Customers of Chicagoland Mold Doctors frequently ask us about the health risks associated with mold. Generally speaking, mold does not pose a health hazard, but is more of an irritant which may manifest itself by a runny nose, nasal congestion, puffy eyes or throat irritation.  Exceptions to this general rule include people with:

  • Respiratory conditions such as asthma
  • Allergies, especially to penicillin
  • Infants and the elderly whose respiratory systems are generally more susceptible to mold

In these cases, the health risks of mold may be more problematic and care should be taken to avoid exposure to situations where elevated mold levels may be present.

The Centers for Disease Control and Prevention address the health risks of mold in their article “Facts about Stachybotrys Chartarum and Other Molds”.

“While certain molds are toxigenic, meaning they can produce toxins (specifically mycotoxins), the molds themselves are not toxic, or poisonous. Hazards presented by molds that may produce mycotoxins should be considered the same as other common molds which can grow in your house. There is always a little mold everywhere – in the air and on many surfaces. There are very few reports that toxigenic molds found inside homes can cause unique or rare health conditions such as pulmonary hemorrhage or memory loss. These case reports are rare, and a causal link between the presence of the toxigenic mold and these conditions has not been proven.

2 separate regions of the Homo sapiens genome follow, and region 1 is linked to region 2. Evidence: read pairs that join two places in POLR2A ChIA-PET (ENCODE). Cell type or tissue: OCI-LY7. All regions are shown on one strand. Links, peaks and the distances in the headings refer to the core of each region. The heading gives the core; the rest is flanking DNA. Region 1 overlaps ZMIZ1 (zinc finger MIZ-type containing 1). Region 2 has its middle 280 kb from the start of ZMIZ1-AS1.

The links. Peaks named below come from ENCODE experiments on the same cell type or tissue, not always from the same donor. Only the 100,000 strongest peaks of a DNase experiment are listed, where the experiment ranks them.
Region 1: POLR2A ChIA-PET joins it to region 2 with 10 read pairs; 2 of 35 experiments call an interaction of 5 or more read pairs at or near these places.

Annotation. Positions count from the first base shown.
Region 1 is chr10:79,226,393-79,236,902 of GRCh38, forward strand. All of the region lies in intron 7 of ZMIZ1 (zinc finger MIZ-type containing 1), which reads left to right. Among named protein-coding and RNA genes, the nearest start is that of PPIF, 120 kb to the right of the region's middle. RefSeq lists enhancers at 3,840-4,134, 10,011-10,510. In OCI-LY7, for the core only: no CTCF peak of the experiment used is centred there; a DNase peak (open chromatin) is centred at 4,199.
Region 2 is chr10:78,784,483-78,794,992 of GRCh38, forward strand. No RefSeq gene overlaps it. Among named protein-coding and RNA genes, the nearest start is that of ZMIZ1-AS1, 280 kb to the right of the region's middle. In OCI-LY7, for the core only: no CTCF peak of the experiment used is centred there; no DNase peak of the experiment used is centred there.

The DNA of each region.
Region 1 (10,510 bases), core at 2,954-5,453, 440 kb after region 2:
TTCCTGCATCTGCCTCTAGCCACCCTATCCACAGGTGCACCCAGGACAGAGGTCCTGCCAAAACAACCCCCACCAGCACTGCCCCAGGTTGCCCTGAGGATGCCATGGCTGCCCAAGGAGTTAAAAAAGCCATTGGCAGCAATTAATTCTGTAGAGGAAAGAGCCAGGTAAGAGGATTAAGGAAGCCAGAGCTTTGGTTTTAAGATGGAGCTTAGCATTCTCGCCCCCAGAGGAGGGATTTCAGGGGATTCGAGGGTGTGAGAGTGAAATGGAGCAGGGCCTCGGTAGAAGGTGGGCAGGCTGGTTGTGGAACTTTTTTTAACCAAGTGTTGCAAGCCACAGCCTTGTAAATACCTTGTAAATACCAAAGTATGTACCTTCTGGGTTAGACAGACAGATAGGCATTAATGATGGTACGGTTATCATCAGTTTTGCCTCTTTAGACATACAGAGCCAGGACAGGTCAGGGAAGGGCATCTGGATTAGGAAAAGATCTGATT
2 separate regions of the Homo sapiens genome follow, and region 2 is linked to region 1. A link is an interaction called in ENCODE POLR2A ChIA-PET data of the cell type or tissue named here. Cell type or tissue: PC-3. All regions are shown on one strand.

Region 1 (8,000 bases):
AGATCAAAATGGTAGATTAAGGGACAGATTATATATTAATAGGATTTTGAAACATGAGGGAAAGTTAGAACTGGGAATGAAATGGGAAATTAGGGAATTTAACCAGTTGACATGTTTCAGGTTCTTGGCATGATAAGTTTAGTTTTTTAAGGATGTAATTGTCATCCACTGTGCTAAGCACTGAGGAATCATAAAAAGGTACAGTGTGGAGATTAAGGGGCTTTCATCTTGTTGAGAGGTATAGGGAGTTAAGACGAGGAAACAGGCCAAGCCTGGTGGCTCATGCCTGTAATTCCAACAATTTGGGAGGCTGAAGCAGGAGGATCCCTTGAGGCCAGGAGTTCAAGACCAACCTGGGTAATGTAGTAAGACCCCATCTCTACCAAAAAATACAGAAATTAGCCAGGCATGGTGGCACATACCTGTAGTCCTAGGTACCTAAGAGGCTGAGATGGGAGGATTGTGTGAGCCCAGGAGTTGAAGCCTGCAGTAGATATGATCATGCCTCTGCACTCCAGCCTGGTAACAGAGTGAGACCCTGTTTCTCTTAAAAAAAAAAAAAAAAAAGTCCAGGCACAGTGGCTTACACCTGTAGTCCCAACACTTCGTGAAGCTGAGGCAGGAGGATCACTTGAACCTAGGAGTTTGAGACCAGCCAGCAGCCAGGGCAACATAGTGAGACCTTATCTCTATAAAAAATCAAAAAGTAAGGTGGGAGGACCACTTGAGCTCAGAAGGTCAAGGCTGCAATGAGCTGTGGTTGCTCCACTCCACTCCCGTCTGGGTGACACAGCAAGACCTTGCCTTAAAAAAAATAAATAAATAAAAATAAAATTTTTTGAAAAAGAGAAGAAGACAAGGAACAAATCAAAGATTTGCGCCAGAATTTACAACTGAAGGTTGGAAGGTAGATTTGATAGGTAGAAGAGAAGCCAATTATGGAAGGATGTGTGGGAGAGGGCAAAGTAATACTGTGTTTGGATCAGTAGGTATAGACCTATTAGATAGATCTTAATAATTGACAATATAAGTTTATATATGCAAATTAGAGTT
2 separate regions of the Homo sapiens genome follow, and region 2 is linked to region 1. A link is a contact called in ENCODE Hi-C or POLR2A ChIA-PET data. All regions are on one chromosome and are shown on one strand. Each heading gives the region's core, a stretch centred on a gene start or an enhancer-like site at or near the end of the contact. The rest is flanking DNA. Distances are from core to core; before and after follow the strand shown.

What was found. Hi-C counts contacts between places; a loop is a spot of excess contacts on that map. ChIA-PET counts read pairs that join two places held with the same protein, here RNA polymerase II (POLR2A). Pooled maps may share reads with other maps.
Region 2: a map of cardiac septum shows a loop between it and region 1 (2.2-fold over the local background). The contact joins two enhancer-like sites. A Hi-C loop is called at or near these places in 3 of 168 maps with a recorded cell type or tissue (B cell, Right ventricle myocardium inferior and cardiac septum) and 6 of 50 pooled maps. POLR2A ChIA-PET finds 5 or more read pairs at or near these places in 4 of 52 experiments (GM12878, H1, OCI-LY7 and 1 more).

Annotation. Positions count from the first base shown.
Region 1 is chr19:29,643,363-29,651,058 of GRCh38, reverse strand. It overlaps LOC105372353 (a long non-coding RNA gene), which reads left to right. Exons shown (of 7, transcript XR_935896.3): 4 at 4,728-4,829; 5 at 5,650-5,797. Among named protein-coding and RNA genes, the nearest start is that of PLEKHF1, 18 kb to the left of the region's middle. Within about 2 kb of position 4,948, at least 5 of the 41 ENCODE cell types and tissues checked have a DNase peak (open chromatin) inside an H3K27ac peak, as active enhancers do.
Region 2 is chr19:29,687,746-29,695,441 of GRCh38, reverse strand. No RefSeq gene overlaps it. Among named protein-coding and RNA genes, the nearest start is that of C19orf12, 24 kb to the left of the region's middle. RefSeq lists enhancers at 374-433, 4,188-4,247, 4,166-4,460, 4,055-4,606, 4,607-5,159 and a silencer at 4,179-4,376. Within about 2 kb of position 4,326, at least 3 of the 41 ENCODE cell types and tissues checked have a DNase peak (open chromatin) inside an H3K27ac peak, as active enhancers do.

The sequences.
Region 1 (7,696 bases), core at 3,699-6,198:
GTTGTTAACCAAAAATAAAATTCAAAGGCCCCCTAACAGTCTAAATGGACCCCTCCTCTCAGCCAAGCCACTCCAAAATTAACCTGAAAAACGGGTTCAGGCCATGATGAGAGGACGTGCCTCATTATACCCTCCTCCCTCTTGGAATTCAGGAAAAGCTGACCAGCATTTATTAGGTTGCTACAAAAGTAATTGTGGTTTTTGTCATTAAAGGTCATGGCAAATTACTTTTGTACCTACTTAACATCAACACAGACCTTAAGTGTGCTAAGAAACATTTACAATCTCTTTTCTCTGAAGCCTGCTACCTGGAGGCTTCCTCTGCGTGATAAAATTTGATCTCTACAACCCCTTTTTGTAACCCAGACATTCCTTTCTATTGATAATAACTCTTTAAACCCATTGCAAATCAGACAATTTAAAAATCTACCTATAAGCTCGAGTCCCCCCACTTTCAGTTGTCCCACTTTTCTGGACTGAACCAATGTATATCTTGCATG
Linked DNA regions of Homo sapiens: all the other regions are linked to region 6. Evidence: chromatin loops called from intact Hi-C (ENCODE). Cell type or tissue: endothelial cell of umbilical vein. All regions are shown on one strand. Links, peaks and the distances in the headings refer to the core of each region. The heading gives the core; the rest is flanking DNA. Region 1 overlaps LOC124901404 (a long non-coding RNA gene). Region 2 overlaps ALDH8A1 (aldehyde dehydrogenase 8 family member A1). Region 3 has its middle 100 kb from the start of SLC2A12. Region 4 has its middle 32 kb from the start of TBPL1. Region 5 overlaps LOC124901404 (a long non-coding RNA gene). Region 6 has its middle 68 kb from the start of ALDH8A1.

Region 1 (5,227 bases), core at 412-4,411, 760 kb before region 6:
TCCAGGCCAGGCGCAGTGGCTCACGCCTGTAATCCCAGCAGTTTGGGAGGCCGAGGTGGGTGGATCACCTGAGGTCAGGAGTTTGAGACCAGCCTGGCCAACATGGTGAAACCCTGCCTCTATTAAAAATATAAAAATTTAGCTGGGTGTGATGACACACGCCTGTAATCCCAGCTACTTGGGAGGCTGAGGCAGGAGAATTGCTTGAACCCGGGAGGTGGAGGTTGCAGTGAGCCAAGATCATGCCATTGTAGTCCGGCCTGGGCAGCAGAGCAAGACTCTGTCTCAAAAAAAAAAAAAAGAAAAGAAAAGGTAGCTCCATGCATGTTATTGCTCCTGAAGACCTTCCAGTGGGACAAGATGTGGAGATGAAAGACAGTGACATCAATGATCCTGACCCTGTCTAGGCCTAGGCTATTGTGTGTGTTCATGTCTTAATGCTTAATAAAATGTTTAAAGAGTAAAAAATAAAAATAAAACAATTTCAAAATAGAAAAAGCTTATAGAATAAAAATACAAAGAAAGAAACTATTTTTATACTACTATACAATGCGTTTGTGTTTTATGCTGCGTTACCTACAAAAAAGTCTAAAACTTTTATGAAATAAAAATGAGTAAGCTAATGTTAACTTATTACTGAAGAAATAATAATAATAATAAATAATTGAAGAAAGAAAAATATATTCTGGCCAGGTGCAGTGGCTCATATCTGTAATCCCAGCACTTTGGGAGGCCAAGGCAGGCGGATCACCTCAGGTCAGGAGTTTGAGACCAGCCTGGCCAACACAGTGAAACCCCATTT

In 2004 the Institute of Medicine (IOM) found there was sufficient evidence to link indoor exposure to mold with upper respiratory tract symptoms, cough, and wheeze in otherwise healthy people; with asthma symptoms in people with asthma; and with hypersensitivity pneumonitis in individuals susceptible to that immune-mediated condition. The IOM also found limited or suggestive evidence linking indoor mold exposure and respiratory illness in otherwise healthy children.

A common-sense approach should be used for any mold contamination existing inside buildings and homes. The common health concerns from molds include hay fever-like allergic symptoms. Certain individuals with chronic respiratory disease (chronic obstructive pulmonary disorder, asthma) may experience difficulty breathing. Individuals with immune suppression may be at increased risk for infection from molds. If you or your family members have these conditions, a qualified medical clinician should be consulted for diagnosis and treatment. For the most part, one should take routine measures to prevent mold growth in the home.” CDC. (2012, September 18). Facts about Stachybotrys chartarum and Other Molds. Retrieved June 3, 2015, from


In conclusion, common sense should prevail in dealing with potential health risks associated with mold.  If you fall into one of the above categories, exercise care to avoid exposure to elevated mold situations.  Be aware of the possible symptoms of exposure to mold.  If symptoms persist after you have left a situation with elevated mold levels, consult a health care professional.

Please watch for future postings about how to identify if mold is present in property and how to treat it.

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